Decoding of finger trajectory from ECoG using deep learning

Research output: Contribution to journalArticlepeer-review

21 Scopus citations


Objective. Conventional decoding pipeline for brain-machine interfaces (BMIs) consists of chained different stages of feature extraction, time-frequency analysis and statistical learning models. Each of these stages uses a different algorithm trained in a sequential manner, which makes it difficult to make the whole system adaptive. The goal was to create an adaptive online system with a single objective function and a single learning algorithm so that the whole system can be trained in parallel to increase the decoding performance. Here, we used deep neural networks consisting of convolutional neural networks (CNN) and a special kind of recurrent neural network (RNN) called long short term memory (LSTM) to address these needs. Approach. We used electrocorticography (ECoG) data collected by Kubanek et al. The task consisted of individual finger flexions upon a visual cue. Our model combined a hierarchical feature extractor CNN and a RNN that was able to process sequential data and recognize temporal dynamics in the neural data. CNN was used as the feature extractor and LSTM was used as the regression algorithm to capture the temporal dynamics of the signal. Main results. We predicted the finger trajectory using ECoG signals and compared results for the least angle regression (LARS), CNN-LSTM, random forest, LSTM model (LSTM-HC, for using hard-coded features) and a decoding pipeline consisting of band-pass filtering, energy extraction, feature selection and linear regression. The results showed that the deep learning models performed better than the commonly used linear model. The deep learning models not only gave smoother and more realistic trajectories but also learned the transition between movement and rest state. Significance. This study demonstrated a decoding network for BMI that involved a convolutional and recurrent neural network model. It integrated the feature extraction pipeline into the convolution and pooling layer and used LSTM layer to capture the state transitions. The discussed network eliminated the need to separately train the model at each step in the decoding pipeline. The whole system can be jointly optimized using stochastic gradient descent and is capable of online learning.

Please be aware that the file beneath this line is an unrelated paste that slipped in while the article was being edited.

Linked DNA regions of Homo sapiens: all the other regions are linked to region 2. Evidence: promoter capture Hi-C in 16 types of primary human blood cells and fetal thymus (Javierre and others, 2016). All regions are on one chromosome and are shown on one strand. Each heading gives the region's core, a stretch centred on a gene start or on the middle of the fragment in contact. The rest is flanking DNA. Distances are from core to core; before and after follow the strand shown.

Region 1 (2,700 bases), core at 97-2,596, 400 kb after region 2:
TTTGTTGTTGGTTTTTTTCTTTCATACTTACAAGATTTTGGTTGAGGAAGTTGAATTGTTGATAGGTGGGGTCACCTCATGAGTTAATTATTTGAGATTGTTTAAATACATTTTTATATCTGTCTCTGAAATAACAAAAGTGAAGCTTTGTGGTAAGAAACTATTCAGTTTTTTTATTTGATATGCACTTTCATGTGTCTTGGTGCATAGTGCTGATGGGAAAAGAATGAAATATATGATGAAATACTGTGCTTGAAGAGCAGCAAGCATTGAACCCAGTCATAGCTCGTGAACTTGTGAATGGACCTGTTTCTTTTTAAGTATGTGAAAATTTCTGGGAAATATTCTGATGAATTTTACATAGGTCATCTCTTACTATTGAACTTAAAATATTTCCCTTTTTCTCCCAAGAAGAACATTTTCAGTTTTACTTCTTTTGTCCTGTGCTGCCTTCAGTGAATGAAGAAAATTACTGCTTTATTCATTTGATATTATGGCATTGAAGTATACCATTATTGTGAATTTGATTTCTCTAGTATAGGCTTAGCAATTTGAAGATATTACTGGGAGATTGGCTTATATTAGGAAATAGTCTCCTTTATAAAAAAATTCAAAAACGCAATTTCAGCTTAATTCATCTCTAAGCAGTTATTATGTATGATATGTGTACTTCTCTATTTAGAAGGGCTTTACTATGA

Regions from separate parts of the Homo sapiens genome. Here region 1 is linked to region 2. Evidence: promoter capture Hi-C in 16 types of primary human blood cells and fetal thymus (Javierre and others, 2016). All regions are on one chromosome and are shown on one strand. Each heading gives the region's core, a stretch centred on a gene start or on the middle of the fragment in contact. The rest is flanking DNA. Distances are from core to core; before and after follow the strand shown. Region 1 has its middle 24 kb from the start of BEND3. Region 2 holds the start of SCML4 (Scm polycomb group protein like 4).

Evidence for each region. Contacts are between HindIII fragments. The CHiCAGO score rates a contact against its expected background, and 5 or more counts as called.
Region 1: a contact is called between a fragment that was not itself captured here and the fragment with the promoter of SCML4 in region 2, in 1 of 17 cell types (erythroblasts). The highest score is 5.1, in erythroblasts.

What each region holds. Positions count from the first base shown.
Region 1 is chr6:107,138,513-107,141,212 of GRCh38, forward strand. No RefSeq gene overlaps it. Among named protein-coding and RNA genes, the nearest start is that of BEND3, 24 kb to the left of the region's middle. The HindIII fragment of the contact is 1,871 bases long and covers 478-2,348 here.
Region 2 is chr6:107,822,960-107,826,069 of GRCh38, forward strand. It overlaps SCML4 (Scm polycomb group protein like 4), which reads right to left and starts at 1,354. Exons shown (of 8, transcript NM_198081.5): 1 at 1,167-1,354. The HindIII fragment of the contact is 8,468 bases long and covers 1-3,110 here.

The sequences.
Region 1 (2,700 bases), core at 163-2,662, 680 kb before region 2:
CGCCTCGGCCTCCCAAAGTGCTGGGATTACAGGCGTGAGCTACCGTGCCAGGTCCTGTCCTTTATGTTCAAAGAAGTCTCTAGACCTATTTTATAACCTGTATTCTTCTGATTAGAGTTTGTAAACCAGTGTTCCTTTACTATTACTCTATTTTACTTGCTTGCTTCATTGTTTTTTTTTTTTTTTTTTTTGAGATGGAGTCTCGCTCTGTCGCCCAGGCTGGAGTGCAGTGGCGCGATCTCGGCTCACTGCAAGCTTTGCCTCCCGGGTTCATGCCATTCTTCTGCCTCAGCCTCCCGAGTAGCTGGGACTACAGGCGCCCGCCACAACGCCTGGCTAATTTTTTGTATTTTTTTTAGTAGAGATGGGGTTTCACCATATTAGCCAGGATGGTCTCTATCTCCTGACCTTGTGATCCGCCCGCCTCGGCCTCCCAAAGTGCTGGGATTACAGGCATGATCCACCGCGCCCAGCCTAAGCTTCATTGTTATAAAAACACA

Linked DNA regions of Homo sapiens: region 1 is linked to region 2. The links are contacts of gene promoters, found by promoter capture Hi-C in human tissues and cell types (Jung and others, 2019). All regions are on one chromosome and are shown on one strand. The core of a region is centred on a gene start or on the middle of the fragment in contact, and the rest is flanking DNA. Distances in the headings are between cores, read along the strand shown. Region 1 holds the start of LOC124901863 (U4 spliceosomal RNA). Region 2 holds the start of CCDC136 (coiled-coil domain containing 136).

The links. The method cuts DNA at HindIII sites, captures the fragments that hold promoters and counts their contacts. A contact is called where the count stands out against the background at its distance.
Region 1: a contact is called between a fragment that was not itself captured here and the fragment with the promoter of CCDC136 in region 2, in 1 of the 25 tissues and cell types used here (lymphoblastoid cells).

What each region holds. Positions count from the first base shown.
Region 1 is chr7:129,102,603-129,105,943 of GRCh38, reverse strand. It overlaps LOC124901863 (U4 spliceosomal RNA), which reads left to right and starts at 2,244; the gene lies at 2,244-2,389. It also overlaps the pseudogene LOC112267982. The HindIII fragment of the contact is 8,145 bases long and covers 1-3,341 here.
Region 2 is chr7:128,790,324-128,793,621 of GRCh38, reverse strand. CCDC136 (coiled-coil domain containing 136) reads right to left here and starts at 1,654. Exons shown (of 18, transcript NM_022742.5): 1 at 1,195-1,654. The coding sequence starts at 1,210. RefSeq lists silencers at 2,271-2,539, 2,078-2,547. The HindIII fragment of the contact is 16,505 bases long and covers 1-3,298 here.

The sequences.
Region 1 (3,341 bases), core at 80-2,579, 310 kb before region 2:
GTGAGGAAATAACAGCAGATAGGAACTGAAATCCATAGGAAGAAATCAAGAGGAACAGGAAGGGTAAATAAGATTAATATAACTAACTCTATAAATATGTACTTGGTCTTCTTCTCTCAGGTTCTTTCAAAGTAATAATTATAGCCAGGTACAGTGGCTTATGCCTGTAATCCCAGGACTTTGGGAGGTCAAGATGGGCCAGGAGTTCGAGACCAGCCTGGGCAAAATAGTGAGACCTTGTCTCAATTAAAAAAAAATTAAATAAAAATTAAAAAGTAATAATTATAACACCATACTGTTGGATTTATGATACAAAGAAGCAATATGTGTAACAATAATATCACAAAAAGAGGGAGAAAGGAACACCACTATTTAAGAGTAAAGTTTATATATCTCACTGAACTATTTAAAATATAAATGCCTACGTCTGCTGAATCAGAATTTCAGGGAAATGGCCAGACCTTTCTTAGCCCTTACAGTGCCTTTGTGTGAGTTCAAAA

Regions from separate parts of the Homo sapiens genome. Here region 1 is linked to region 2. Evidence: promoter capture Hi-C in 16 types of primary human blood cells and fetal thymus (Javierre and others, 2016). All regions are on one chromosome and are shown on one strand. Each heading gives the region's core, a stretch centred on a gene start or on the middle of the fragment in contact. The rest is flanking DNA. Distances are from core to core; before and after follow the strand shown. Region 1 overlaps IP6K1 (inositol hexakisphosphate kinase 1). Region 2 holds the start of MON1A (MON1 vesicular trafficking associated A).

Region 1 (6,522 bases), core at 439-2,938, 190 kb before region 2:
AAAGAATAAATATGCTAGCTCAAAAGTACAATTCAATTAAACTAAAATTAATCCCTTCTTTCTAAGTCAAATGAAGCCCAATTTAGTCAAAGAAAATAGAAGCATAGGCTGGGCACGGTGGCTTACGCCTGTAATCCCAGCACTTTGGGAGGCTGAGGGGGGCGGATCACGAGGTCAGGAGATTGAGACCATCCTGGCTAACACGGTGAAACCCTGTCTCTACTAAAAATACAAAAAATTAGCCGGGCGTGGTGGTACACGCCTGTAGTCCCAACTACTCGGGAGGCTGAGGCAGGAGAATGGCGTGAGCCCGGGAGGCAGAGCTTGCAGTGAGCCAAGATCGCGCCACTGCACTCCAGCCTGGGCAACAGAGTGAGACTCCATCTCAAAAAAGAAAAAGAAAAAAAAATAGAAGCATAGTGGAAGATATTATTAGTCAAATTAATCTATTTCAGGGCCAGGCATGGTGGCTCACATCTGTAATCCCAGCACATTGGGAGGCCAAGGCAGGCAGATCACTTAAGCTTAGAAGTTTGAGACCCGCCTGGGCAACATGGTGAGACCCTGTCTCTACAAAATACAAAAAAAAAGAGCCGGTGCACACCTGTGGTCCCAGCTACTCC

Original languageEnglish (US)
Article number036009
JournalJournal of neural engineering
Issue number3
StatePublished - Feb 28 2018


  • ECoG
  • brain machine interface
  • convolutional neural network
  • decoding
  • deep learning
  • long short term memory

ASJC Scopus subject areas

  • Biomedical Engineering
  • Cellular and Molecular Neuroscience


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